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Letters

  • Finding family in an unfamiliar place – priceless!

    As a new family of six to Harriman, I thought I would share a few words with you about the community.
    Moving to a new community can be stressful, especially for children.
    We had been here a week when we noticed the streets downtown being blocked off.
    Curious, we went to see what was going on. It was a car show with games and prizes for children and adults.
    And everyone treated us with a welcoming hospitality. The longer we lived here, the more we felt the sense of community.

  • Collared tigers would hinder more than help

    Well, here we go again about Tiger Haven. What does it take? There
    have been no problems with the people who run the facility. The TWRA
    monitors the place, and evidently they have found nothing wrong with the way they have taken care of the big cats.
    I live close to the facility and have not had any problems whatsoever. Would you want to walk around with a location collar around your neck? I think not, and probably the cats would not, either.

  • Salvation Army organizers have thanks aplenty

    Salvation Army recently held its annual reception to honor the volunteers who rang bells for us during the Christmas season. It was a great time of food and fellowship for everyone.
    We would like to thank all the businesses that contributed food or door prizes. We could not do it without them.

  • What could be funnier than following politics?

    Our little planet wobbles and spins through space, orbiting a red-hot coal that will eventually incinerate us and turn Earth, our moon and all other planets and orbiting space debris into a part of the dying red giant.
    In the meantime, we have to face floods, sweltering summer heat waves and chilling winters. Tornadoes rip a path from Oklahoma to Tennessee.
    Meanwhile, our legislators worry about the safety and humane treatment of fighting roosters and busy themselves with legislating the nursing habits of women in Tennessee.

  • Teacher made a mistake but is not a bad apple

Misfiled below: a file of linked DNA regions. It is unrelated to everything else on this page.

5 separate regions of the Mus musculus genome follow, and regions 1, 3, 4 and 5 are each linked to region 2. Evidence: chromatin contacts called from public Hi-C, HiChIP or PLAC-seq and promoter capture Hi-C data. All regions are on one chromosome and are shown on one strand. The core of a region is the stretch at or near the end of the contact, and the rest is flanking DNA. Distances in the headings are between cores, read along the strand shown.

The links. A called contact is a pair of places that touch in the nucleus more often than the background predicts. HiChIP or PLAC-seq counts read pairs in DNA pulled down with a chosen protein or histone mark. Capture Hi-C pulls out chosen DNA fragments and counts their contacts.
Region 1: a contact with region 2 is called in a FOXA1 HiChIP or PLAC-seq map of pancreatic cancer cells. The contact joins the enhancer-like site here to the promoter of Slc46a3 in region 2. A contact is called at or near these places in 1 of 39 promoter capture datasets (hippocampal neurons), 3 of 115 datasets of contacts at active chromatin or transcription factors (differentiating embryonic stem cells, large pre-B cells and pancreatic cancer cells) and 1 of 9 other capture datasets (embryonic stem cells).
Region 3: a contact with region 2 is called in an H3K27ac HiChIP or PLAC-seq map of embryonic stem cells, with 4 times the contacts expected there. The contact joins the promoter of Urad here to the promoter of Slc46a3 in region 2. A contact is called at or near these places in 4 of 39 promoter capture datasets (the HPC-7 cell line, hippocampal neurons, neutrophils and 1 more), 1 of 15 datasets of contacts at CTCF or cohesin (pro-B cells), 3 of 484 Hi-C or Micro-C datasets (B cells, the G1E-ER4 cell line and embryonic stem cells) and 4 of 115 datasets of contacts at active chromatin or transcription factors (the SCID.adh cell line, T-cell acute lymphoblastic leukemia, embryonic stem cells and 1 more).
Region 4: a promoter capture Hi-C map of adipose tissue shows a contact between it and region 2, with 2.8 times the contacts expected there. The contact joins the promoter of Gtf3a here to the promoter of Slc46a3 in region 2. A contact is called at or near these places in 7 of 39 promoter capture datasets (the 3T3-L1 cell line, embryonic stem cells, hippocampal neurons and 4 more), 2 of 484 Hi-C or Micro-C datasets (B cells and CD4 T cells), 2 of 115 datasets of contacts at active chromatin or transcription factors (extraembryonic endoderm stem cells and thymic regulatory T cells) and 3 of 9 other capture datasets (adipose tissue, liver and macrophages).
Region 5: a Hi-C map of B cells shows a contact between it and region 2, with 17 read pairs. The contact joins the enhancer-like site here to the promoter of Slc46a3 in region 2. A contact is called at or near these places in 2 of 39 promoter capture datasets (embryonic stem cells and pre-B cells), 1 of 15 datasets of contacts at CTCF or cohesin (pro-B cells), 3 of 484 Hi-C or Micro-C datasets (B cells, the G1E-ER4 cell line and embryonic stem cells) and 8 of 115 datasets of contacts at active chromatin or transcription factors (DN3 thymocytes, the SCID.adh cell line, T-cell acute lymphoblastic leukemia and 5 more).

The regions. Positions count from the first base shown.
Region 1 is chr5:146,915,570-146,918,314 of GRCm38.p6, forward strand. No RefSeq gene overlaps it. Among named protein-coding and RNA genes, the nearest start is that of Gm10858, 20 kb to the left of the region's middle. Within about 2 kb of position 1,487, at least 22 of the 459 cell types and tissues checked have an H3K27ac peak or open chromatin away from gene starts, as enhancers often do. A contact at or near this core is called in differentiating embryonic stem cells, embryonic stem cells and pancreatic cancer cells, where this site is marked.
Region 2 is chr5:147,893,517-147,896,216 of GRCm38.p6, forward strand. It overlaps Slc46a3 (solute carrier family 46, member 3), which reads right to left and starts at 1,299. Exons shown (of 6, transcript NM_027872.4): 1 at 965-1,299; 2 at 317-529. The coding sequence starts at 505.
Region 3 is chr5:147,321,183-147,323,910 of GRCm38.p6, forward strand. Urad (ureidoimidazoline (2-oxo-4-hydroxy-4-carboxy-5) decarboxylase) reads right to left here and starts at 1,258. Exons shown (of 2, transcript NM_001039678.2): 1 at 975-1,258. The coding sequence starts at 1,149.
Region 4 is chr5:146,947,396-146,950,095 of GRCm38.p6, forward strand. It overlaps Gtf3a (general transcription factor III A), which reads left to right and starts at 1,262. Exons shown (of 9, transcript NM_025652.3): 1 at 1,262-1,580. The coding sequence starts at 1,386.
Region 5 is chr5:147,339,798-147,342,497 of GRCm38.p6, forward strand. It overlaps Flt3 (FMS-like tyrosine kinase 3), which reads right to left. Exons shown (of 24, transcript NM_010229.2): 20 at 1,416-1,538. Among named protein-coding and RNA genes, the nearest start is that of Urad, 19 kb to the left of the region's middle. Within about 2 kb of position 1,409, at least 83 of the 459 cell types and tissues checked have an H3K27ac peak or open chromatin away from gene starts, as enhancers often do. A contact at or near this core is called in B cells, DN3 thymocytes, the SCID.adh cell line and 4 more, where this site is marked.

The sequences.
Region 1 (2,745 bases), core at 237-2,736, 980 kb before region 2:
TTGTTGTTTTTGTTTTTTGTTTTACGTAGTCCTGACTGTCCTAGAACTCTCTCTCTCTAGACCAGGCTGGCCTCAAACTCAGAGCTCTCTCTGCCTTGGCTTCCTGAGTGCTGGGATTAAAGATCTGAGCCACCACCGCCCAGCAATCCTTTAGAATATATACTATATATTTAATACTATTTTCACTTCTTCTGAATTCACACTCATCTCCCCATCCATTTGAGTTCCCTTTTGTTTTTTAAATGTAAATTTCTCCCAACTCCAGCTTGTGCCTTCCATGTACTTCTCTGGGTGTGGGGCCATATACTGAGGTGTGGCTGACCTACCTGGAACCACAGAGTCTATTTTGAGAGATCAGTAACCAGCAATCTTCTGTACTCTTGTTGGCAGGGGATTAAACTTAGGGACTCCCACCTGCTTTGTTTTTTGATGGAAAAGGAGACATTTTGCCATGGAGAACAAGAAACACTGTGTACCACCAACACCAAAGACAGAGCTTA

I write in response to the overwhelmingly condemning reaction to Debbie Hayes, the teacher involved in the incident at Bowers Elementary. 
    I don’t defend or agree with the tactic used, but find myself compelled to offer some words of support due to the one-sided public expression that I am hearing.
    My daughter had Mrs. Hayes as a teacher and loved her.  She was well-prepared and enthusiastic about school. 
    Mrs. Hayes had a lot to do with that.

  • Former judge does not deserve anything from us

    I would just like to speak my mind, only my opinion......
    When I saw the story in your paper a few weeks ago of our ex-judge Thomas A. Austin wanting to run for an office again or thinking he would like to be a lawyer or what ever, I thought it was a dang big joke.
    I am still wondering why his very first action after getting out of prison would not have been to ask Roane çounty residents for forgiveness for his actions.

  • Teacher behind oinking incident is one bad apple

    I have a grandchild who attends Bower’s Elementary, and I have always found it and many of its teachers to be wonderful.
    Although, like anyone who read about the 5-year-old boy being teased by his teacher and other students, I found it appalling.
    Even worse than the fact this took place in one of our schools is how it has been handled! Bower’s has a strict no-bullying policy that is posted on posters thru out the school.

  • New state rep’s actions speak louder than words

    I guess Julia Hurley’s actions, or lack thereof, speak louder than her words ... about wanting to move past disagreements she has with the county commissioners, and incidentally, the law.  
    I include the latter because it seems to me, after reading the transcript of her extensive words with a state trooper, she has a problem with the citation as well.

  • Writer squawks about legislative priorities

    Cock-a-doodle-don’t! Roosters to your neutral corners — go!
    In an apparent effort to avoid appearing reactive to the serious education, infrastructure and financial crisis facing Tennessee our legislators in Nashville instead chose to tackle the more serious problems of Rooster Sports and extended breast feeding by the state’s mothers.
    After determining that the cockfighting promoters and casual observers are equally guilty, it was proposed that a $2,500 fine (first offense) would be preventative.

  • What you give to the Lions Club, they give back

    The people of Roane County have again demonstrated their endorsement of the work of the Kingston Lions Club by their participation in the annual Pancake Breakfast on March 26.
    The public has become aware that all money received, except for the cost of conducting the event, is returned to the community in some form.
    The major portion of all project profits is used to purchase eye exams and/or glasses for persons who cannot afford such luxuries.